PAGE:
This article is devoted to one man, someone I like to think of as the “Father of the Choir, which is more familiarly known as Heyford Singers” – Hugh Adams. I use the term “devoted” in the widest possible sense for Hugh is a much loved and highly respected member of our local community. I have known Hugh Adams as a friend for many years, and was privileged to teach at Bliss Charity School whilst he was Chairman of the governing body. He not only shared his desire to see every child reach their full potential, to extend their learning and embrace as many opportunities as possible, but also to experience the great outdoors. And it was over numerous plans and discussions about the use of the conservation area behind the school playground that the seeds of the Outdoor Classroom were sown!
But what of the man and music, what was his journey through life to become such a mainstay of the basses in our choir?
Hugh came from a musical family; his brothers sang in choirs and his sisters were keen pianists. As a young child Hugh left for boarding school, Bishop Stortford College, and it was during those formative years that he found his voice and his love of singing, first as a treble, then an alto, and finally a tenor when his voice broke. As is so often the case it was one particular teacher who recognised Hugh’s musical talent as this early age. A revered music teacher, Mr Tidmarsh who himself had a deep bass singing voice, claimed that young Hugh had the perfect size hand to play the cello. He subsequently offered to give Hugh free cello lessons for a term, such was his belief in the music potential of his young pupil! Sadly Hugh declined, believing that the cello wasn’t necessarily a very good solo instrument. However he did learn to play the piano, although when grades and exams beckoned, to mark achievement and progress, he gave up piano lessons, a move that he regrets to this very day!
After leaving school Hugh returned to the farming traditions of his family, but also became a member of the Home Guard. In 1942 he joined the army, serving on active service in the Royal Dragoons. He was amongst those soldiers who, two days before D Day, drove into Copenhagen and a liberated Denmark, to be greeted by millions of grateful people on the streets. Fifty years later, to mark the anniversary of the liberation, Hugh and many of his army colleagues, were honoured to be invited by the Danish government to take part in the commemorations.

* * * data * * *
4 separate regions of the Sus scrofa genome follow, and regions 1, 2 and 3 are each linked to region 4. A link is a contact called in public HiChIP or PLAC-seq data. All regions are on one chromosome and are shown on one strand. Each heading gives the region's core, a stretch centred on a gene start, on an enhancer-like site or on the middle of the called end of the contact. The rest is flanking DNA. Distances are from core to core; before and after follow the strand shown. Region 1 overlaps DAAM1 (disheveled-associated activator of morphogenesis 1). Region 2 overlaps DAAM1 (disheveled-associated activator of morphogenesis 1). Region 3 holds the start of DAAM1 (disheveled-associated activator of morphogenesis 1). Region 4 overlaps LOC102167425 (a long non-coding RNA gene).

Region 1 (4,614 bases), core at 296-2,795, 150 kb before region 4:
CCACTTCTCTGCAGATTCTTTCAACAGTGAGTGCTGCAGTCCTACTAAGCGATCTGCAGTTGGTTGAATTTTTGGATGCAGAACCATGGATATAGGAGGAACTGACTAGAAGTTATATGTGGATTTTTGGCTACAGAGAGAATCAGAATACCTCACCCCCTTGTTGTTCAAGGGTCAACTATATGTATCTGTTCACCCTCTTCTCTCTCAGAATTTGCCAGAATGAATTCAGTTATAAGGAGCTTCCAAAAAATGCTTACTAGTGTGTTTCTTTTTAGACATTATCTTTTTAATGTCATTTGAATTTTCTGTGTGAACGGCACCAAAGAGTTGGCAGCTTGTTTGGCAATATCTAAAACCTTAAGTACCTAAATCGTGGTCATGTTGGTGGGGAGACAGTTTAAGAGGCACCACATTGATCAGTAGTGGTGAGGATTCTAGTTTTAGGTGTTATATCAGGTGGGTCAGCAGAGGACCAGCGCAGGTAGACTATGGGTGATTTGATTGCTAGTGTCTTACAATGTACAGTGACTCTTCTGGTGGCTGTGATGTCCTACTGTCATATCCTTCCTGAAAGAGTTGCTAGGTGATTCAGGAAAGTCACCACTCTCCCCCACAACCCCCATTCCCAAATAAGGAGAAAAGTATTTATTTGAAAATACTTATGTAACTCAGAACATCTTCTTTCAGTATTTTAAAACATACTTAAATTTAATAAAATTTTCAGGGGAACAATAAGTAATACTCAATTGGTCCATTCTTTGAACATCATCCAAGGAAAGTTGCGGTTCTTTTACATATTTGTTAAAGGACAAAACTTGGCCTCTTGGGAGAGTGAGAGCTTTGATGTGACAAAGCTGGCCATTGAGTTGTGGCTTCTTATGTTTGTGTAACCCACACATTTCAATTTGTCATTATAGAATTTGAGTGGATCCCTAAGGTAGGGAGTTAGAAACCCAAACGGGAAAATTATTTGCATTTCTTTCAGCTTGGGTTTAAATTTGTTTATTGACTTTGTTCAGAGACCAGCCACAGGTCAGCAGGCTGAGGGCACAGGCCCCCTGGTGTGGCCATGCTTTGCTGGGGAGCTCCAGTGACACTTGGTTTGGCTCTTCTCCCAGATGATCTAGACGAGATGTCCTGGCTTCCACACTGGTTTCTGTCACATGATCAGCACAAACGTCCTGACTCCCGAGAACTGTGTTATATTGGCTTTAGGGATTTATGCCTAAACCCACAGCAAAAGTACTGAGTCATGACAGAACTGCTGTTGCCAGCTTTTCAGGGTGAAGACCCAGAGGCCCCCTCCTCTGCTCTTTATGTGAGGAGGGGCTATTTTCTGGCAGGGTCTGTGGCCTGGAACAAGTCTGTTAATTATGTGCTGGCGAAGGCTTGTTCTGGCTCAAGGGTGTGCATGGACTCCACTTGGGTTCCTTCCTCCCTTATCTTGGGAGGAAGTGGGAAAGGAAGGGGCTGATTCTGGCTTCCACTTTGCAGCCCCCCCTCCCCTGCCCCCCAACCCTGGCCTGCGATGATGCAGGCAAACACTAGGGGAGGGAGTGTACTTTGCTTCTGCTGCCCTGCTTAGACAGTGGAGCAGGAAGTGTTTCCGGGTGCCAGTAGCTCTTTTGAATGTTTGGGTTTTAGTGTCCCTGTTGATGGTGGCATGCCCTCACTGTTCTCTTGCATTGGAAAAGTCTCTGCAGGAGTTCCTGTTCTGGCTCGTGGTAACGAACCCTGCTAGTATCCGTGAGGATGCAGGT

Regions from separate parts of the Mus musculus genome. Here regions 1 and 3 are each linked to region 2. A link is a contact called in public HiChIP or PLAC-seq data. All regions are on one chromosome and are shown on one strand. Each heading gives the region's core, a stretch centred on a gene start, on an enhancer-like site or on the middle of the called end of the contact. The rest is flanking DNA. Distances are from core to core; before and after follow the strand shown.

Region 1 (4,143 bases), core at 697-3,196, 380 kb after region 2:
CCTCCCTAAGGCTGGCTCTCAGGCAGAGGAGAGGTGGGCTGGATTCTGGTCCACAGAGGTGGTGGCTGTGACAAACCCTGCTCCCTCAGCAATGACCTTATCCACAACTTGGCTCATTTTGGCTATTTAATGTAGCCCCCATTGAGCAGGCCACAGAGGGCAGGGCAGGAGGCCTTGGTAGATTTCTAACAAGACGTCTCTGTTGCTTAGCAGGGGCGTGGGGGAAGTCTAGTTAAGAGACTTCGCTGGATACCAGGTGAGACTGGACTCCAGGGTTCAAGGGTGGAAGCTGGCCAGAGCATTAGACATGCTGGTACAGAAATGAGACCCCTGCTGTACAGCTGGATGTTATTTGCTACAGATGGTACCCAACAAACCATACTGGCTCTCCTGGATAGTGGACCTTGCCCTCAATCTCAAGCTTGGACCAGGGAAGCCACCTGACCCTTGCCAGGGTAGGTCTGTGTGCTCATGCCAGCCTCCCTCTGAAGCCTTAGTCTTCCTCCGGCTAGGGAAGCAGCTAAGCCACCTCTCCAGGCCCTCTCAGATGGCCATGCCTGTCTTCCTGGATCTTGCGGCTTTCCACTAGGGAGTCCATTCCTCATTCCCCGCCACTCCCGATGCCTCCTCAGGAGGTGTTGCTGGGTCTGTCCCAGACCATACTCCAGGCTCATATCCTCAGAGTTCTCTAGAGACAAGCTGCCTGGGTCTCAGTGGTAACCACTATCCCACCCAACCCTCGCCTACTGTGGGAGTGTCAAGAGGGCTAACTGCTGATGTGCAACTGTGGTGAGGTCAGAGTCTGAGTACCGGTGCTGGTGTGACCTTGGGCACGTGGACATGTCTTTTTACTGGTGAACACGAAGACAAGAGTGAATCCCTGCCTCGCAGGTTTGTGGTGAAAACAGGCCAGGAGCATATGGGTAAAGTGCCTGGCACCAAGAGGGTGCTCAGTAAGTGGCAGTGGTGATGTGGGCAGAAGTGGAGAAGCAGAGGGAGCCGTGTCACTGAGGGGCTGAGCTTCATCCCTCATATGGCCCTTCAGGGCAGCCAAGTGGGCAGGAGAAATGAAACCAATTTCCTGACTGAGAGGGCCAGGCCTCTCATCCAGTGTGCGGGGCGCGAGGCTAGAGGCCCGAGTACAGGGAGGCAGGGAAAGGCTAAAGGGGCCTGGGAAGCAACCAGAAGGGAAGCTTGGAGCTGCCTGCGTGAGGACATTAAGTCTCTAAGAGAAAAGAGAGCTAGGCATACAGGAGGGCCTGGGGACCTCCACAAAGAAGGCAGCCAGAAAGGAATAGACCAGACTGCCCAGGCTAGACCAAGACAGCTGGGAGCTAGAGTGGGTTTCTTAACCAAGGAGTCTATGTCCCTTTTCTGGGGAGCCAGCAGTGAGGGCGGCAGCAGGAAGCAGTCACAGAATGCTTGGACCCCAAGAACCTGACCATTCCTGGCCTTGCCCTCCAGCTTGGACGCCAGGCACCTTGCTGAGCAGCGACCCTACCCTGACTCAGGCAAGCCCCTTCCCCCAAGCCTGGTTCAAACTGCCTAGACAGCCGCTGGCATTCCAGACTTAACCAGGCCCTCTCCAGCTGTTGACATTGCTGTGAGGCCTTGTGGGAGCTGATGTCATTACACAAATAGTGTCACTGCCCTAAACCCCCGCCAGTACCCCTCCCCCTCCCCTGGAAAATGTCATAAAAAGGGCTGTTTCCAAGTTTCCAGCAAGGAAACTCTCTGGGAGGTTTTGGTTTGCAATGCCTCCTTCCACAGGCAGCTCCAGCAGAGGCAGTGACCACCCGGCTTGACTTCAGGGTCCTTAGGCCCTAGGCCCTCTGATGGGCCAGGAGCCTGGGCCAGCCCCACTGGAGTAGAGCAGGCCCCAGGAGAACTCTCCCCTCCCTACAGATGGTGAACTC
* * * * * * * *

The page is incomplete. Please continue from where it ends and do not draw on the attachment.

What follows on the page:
The love of music remained and whilst living and farming in Nether Heyford; Hugh and his wife joined Bugbrooke Choral Society, which was at that time conducted and directed by Michael Latham, The piano accompanist was one of the French teachers, Derek, a great character who regularly entertained the choir members with his amusing anecdotes. The Choral Society sang at numerous venues around the county.
And so onto the Heyford Singers. When it was formed in 2002 Hugh was a founder member of the male bass section, where he has loyally remained ever since. With his rich deep bass voice Hugh has been a much valued contributor to this male voice part. I’m sure he will agree if I say that there are some songs that he finds more straightforward, others more complex in their rhythms or words. When the men sing their numerous repeats of “H’rum pum, h’rum pum, h’rum pum” (The Little Drummer Boy) or “By the rivers of Babylon” from song of the same name, Hugh’s wry comments can have the choir in stitches!
The musical legacy of the Adams family has reached far down the generations. Hugh’s daughter and son-in-law sing in two choirs, and his son Nick sings baritone in three choirs. A tenor grandson is a member of the Phoenix choir, whilst a great grandson has recently achieved a distinction for singing at his school. How proud Hugh must be of such a musical tradition in his family!
Hugh continues to enjoy music, especially classical music and light opera, and listening to the radio is a great joy. Edward Elgar’s “Enigma Variations” (quoted above) is one of Hugh favourites. Each variation is a musical sketch of one of the composer’s close acquaintances, a distinct idea based on a particular personality or an incident known only to two people. It is a beautiful piece of music, and perhaps reflects High’s own varied life, his experiences and his wide circle of friends and family.
Thank you Hugh, for letting us tiptoe through your past and your love of music.
If you would like to find out more, visit the Heyford Singers page or our website:
alternatively come along to one of our rehearsals in Nether Heyford Village Hall.